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Tuesday, 3 July 2012

The Native Speaker Myth: Translators

Eowyn Crisfield of Raising Bilingual Children has written a series of 2 posts on the topic of native speakers. The first one was devoted to teachers. The post basically explains why it’s not always preferable if a teacher is a native speaker because often he has been chosen for that very reason, and not for his education or talent for teaching.

In the other post, Eowyn goes on to explain why we can’t expect our multilingual children to show a level of language skills that would be somehow comparable with monolingual children. This is because multilingual children show specialisation of languages, meaning that they use certain languages in certain situations.

Maybe you would be interested in knowing that I occasionally work as a translator. So when I read Eowyn’s post, I pondered on how the myth of native speaker influences translators. And it does, on many levels.

First, it is sometimes assumed that if you bilingual, you are by default a good translator. Not true. That’s because of the very thing I explained above: language specialisation. A bilingual person might not know the vocabulary of his target language, but understand the source text very well. Therefore he or she won’t be able to translate the text. Balanced bilinguals, though they are an ideal worth striving for, are extremely rare.

Furthermore, the mere fact of being a native speaker of a language does not make you a good translator. And it does not even mean that you are able to translate a text into that language. However, many institutions, organisations and translations agencies require translators to only render texts into their mother tongue, on the ground of this being “professional conduct”. And while this seems logical and understandable, there are many exceptional translators who prefer not to translate into their mother tongue, for example because they know their expert vocabulary in the target language, for example because of their studies. I consider Polish to be my mother tongue, but I can translate texts into German.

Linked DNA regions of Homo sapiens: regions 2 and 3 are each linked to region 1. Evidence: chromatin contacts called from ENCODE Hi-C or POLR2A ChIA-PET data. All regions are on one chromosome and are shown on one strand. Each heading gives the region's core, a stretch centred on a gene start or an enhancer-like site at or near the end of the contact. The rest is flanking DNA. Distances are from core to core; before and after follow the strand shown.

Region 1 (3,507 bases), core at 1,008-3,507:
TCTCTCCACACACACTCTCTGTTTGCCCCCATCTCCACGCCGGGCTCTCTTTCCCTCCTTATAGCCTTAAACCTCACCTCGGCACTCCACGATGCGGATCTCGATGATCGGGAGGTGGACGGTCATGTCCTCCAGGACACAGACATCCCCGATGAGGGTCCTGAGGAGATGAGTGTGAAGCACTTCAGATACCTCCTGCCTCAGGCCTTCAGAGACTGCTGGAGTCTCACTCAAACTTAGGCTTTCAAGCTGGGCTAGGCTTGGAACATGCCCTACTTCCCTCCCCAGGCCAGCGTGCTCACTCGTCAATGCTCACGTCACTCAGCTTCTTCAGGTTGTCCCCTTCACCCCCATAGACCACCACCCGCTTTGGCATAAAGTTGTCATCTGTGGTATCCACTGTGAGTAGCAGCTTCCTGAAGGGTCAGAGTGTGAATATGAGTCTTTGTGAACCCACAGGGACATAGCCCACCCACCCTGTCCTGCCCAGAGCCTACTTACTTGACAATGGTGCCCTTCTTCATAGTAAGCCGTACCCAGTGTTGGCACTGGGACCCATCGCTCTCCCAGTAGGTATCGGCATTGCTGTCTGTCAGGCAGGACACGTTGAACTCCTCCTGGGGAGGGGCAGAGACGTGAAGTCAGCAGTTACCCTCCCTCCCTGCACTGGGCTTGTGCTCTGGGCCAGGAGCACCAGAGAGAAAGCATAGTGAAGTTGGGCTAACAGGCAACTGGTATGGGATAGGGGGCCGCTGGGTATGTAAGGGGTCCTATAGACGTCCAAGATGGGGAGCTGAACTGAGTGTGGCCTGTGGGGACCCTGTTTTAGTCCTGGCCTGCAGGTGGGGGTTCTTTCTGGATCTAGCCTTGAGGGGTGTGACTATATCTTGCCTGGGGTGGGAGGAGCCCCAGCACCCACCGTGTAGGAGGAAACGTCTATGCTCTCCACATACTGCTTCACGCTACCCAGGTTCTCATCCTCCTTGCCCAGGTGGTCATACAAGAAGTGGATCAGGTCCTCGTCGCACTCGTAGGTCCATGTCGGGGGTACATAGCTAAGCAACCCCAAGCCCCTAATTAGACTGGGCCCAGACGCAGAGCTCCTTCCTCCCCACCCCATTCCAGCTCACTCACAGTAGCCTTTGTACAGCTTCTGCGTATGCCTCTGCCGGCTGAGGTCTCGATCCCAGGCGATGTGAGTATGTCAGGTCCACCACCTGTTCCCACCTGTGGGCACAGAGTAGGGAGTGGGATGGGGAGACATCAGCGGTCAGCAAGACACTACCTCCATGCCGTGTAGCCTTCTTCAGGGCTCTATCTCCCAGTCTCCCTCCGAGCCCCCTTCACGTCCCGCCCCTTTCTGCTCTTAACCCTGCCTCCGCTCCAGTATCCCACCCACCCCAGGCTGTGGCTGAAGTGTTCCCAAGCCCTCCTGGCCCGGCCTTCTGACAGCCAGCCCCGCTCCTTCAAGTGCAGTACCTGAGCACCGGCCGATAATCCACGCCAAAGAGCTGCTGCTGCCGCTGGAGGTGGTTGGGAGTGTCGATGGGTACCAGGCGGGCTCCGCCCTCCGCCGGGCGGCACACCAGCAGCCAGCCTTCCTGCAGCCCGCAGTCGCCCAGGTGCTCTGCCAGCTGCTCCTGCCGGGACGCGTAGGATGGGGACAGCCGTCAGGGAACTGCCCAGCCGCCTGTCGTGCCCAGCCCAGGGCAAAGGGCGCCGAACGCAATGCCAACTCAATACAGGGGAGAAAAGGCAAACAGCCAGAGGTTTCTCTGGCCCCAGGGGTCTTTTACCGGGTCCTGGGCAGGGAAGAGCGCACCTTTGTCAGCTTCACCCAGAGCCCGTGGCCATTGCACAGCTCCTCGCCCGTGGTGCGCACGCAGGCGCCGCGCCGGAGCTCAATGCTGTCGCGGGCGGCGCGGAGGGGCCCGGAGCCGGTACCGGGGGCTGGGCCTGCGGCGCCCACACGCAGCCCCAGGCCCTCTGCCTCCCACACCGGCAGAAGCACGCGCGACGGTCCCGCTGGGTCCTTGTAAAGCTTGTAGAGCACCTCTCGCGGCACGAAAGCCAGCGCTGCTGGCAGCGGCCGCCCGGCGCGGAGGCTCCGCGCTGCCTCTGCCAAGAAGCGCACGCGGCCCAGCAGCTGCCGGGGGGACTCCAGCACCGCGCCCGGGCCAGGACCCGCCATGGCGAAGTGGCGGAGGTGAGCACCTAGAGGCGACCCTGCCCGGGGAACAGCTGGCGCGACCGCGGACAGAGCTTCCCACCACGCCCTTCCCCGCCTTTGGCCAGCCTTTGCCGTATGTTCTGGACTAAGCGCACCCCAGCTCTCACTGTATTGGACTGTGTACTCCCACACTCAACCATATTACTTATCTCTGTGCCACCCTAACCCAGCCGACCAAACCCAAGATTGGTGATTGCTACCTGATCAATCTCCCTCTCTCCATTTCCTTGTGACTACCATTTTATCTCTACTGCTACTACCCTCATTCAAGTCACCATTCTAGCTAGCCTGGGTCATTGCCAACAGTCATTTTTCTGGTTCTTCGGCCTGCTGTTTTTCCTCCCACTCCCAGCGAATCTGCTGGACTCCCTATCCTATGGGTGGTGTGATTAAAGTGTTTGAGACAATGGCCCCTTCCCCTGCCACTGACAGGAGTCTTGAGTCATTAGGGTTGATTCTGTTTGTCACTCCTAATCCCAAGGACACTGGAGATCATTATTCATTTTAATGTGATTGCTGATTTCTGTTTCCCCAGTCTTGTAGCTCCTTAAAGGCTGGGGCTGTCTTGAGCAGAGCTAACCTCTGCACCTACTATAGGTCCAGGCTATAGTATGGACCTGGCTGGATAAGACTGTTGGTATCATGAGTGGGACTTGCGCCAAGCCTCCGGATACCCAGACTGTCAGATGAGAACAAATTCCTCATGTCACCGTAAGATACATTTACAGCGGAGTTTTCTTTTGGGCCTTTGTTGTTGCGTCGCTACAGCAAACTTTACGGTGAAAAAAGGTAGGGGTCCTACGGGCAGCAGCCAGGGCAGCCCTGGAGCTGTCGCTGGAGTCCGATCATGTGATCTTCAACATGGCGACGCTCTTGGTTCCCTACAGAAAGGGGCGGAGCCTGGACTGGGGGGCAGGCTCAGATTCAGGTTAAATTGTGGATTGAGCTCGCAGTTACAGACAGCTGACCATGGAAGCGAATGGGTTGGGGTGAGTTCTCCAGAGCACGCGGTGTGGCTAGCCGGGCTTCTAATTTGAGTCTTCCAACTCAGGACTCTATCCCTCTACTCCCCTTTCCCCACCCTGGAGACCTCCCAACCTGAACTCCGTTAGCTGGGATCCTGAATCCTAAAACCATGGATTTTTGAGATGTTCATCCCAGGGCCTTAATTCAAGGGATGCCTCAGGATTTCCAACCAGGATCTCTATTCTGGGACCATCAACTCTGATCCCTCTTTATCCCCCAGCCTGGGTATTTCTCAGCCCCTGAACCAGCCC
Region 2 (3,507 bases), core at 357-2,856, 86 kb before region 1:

There are many definitions of a “mother tongue”: it’s the language your mother used. It is your best, strongest language. It is the majority language. For most people, that’s the same thing. But not for all. So, in case of bilinguals, even the mother tongue becomes problematic.

So maybe it’s better to think of qualities that a translator should possess? It depends on so many things. For example, education is one thing. Of course, a strong knowledge of language is a must.

So, maybe it’s better to find translators who are just best suited for their work? And this doesn't mean that this person has to be bilingual or translate into his or her mother tongue, even though for most it’s easier and their translations are better. It just means that this person has to be good at what they're doing.



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2 comments:

  1. This is so true. Many language teacher jobs at universities for example are advertised as "native speakers" only. Same goes for translators. I can't count the number of times I was asked to translate things I know nothing about! Having to explain to people why I couldn't do it why often met with puzzled expressions.

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    1. Annabelle, yes, and it's not only universities. Language schools do this, too. More and more, "normal" schools as well. As for translators, I think this is a reasonable requirement, however then you could miss awesome translators just because they prefer to translate into a "foreign" language. And, in case of bilinguals, this becomes even more complicated.

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